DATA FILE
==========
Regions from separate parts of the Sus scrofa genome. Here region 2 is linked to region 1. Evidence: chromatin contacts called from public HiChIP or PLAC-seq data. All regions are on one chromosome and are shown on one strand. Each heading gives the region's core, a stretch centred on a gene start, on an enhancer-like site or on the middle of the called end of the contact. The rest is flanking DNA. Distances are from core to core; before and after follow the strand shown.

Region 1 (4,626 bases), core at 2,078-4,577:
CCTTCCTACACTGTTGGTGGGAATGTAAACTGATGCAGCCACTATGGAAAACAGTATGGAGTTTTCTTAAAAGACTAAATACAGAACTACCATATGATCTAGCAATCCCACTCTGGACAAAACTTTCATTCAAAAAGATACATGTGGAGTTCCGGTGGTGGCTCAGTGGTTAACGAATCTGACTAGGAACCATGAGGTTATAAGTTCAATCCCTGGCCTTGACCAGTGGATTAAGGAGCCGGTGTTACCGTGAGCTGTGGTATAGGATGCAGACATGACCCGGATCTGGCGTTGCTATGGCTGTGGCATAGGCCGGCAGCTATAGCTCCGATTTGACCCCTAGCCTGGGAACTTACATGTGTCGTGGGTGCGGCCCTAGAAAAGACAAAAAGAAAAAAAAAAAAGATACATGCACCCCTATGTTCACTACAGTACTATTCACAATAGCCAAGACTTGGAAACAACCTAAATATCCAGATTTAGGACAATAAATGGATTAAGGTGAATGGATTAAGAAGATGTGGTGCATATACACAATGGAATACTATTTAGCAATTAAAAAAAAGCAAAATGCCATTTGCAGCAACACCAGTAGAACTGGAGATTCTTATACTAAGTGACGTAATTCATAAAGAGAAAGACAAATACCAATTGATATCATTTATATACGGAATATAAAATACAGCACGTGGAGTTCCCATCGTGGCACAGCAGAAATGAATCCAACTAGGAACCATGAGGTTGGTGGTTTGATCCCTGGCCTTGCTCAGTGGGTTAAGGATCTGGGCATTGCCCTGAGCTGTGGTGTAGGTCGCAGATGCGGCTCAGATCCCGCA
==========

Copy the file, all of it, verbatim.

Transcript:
Regions from separate parts of the Sus scrofa genome. Here region 2 is linked to region 1. Evidence: chromatin contacts called from public HiChIP or PLAC-seq data. All regions are on one chromosome and are shown on one strand. Each heading gives the region's core, a stretch centred on a gene start, on an enhancer-like site or on the middle of the called end of the contact. The rest is flanking DNA. Distances are from core to core; before and after follow the strand shown.

Region 1 (4,626 bases), core at 2,078-4,577:
CCTTCCTACACTGTTGGTGGGAATGTAAACTGATGCAGCCACTATGGAAAACAGTATGGAGTTTTCTTAAAAGACTAAATACAGAACTACCATATGATCTAGCAATCCCACTCTGGACAAAACTTTCATTCAAAAAGATACATGTGGAGTTCCGGTGGTGGCTCAGTGGTTAACGAATCTGACTAGGAACCATGAGGTTATAAGTTCAATCCCTGGCCTTGACCAGTGGATTAAGGAGCCGGTGTTACCGTGAGCTGTGGTATAGGATGCAGACATGACCCGGATCTGGCGTTGCTATGGCTGTGGCATAGGCCGGCAGCTATAGCTCCGATTTGACCCCTAGCCTGGGAACTTACATGTGTCGTGGGTGCGGCCCTAGAAAAGACAAAAAGAAAAAAAAAAAAGATACATGCACCCCTATGTTCACTACAGTACTATTCACAATAGCCAAGACTTGGAAACAACCTAAATATCCAGATTTAGGACAATAAATGGATTAAGGTGAATGGATTAAGAAGATGTGGTGCATATACACAATGGAATACTATTTAGCAATTAAAAAAAAGCAAAATGCCATTTGCAGCAACACCAGTAGAACTGGAGATTCTTATACTAAGTGACGTAATTCATAAAGAGAAAGACAAATACCAATTGATATCATTTATATACGGAATATAAAATACAGCACGTGGAGTTCCCATCGTGGCACAGCAGAAATGAATCCAACTAGGAACCATGAGGTTGGTGGTTTGATCCCTGGCCTTGCTCAGTGGGTTAAGGATCTGGGCATTGCCCTGAGCTGTGGTGTAGGTCGCAGATGCGGCTCAGATCCCGCA